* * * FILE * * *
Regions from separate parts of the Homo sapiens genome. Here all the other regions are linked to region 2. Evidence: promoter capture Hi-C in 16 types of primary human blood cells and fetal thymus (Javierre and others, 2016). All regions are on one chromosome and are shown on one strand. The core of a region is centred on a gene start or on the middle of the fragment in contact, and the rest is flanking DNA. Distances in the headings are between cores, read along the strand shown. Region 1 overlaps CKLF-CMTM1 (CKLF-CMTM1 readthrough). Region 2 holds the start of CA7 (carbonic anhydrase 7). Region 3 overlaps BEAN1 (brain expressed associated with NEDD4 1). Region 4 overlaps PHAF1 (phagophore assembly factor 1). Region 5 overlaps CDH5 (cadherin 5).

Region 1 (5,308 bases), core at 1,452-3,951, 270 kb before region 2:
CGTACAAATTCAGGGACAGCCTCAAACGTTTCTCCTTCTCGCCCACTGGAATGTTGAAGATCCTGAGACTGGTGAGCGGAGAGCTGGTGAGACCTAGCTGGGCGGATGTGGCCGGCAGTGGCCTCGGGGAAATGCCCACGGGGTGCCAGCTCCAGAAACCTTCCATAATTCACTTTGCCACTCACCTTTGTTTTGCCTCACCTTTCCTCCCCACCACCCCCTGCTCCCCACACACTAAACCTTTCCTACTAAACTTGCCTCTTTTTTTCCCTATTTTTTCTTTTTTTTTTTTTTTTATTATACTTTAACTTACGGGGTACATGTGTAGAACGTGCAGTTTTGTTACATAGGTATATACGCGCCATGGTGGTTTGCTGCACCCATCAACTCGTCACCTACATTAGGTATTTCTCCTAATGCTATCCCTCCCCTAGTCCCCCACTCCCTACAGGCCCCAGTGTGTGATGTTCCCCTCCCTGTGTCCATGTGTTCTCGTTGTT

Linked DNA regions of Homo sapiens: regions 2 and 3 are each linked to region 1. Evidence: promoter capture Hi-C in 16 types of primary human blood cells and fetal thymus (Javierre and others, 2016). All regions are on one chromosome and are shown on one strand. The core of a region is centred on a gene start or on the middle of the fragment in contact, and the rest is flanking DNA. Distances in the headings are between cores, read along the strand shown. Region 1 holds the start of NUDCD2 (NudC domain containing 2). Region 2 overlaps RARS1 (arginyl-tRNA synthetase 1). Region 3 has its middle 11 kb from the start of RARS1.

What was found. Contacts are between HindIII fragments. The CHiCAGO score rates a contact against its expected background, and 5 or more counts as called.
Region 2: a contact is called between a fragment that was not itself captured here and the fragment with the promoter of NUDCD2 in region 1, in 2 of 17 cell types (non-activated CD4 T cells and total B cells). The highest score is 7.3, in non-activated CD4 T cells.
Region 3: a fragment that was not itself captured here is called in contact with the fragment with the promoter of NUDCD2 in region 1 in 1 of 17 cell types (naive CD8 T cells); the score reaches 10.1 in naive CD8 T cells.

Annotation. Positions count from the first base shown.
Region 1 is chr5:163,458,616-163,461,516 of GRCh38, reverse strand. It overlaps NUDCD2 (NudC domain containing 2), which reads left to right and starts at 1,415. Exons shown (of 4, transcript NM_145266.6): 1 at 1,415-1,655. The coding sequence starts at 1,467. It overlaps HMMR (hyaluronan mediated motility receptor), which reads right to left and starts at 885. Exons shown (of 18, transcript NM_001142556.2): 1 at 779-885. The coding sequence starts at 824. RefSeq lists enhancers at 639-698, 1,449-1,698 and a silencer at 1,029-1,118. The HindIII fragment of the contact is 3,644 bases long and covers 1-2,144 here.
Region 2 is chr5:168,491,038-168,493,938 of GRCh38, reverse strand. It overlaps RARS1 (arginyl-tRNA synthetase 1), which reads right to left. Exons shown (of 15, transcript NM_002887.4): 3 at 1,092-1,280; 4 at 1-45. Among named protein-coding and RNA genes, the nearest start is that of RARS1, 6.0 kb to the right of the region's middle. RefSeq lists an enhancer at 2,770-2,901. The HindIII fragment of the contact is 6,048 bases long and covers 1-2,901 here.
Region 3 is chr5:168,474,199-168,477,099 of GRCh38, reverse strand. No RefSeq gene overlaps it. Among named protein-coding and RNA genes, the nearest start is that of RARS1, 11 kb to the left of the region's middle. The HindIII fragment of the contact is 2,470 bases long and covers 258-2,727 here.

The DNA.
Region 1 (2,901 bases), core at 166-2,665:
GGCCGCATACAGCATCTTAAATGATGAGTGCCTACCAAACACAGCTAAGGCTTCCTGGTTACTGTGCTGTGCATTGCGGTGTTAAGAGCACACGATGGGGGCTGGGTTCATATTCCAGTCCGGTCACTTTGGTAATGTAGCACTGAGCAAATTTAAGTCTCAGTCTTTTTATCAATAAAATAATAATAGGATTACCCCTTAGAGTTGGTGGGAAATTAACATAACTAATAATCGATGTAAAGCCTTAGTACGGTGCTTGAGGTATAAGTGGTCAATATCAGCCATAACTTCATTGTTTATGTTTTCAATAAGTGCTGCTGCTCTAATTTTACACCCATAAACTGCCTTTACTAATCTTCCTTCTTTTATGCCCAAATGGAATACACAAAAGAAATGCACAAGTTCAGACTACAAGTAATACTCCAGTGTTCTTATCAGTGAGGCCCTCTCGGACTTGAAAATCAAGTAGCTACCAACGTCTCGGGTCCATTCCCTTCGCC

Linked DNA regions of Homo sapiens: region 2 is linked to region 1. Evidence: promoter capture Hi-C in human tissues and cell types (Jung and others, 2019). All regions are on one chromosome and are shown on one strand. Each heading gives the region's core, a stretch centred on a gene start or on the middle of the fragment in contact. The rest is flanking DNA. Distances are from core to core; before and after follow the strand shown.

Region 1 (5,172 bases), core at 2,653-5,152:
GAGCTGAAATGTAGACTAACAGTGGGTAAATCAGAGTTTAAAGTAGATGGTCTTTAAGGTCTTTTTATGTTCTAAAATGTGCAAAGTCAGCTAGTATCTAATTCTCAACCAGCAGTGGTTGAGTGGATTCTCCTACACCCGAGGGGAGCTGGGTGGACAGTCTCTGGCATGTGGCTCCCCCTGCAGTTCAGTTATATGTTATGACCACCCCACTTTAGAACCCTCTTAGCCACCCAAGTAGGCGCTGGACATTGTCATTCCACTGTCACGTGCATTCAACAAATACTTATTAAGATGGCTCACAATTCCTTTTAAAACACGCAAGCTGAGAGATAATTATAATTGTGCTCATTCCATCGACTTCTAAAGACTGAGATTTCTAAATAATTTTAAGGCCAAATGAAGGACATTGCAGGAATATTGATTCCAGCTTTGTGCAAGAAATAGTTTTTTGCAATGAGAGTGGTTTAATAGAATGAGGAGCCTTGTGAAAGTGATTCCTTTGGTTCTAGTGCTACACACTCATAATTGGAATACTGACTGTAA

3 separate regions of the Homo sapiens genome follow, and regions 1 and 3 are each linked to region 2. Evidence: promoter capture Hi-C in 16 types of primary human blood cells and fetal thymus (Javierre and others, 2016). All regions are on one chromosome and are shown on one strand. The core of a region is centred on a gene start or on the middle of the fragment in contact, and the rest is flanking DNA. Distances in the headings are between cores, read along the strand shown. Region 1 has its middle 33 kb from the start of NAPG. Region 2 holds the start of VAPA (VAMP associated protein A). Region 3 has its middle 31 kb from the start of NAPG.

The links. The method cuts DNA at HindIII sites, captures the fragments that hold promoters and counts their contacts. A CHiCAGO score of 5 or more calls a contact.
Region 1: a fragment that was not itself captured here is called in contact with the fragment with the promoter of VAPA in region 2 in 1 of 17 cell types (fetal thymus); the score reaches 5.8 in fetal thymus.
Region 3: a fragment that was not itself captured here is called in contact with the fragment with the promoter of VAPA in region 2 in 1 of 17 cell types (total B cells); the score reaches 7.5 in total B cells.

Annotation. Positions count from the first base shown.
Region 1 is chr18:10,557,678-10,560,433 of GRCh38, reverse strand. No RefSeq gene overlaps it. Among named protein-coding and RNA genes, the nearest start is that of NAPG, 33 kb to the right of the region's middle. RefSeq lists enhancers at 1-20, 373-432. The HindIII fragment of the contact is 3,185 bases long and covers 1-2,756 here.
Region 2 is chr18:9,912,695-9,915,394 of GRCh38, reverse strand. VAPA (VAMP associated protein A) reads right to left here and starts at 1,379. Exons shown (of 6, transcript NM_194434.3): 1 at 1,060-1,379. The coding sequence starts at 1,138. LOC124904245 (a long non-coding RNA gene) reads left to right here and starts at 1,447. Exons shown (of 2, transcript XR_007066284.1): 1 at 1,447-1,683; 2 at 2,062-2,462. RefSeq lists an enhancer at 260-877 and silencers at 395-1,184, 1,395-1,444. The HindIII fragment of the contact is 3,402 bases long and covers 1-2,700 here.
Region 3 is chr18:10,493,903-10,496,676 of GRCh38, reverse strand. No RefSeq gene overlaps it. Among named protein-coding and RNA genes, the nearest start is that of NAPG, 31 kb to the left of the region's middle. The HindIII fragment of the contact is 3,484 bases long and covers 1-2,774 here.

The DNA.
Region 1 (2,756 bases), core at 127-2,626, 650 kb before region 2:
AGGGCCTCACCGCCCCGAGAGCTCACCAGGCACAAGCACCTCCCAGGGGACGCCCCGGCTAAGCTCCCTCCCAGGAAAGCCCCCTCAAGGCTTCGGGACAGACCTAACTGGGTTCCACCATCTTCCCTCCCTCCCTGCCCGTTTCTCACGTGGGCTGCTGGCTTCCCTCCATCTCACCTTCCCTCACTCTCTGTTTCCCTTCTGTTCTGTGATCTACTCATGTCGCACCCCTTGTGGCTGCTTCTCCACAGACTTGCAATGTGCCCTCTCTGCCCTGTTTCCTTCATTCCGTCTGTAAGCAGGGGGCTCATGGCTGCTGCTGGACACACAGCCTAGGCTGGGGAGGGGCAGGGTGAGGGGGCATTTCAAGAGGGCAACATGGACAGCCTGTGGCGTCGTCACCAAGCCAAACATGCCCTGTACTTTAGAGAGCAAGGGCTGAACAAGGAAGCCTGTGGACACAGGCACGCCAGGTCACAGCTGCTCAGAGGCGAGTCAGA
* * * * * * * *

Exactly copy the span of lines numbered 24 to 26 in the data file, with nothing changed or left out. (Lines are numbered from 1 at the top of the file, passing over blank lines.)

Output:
Region 2 is chr18:9,912,695-9,915,394 of GRCh38, reverse strand. VAPA (VAMP associated protein A) reads right to left here and starts at 1,379. Exons shown (of 6, transcript NM_194434.3): 1 at 1,060-1,379. The coding sequence starts at 1,138. LOC124904245 (a long non-coding RNA gene) reads left to right here and starts at 1,447. Exons shown (of 2, transcript XR_007066284.1): 1 at 1,447-1,683; 2 at 2,062-2,462. RefSeq lists an enhancer at 260-877 and silencers at 395-1,184, 1,395-1,444. The HindIII fragment of the contact is 3,402 bases long and covers 1-2,700 here.
Region 3 is chr18:10,493,903-10,496,676 of GRCh38, reverse strand. No RefSeq gene overlaps it. Among named protein-coding and RNA genes, the nearest start is that of NAPG, 31 kb to the left of the region's middle. The HindIII fragment of the contact is 3,484 bases long and covers 1-2,774 here.

The DNA.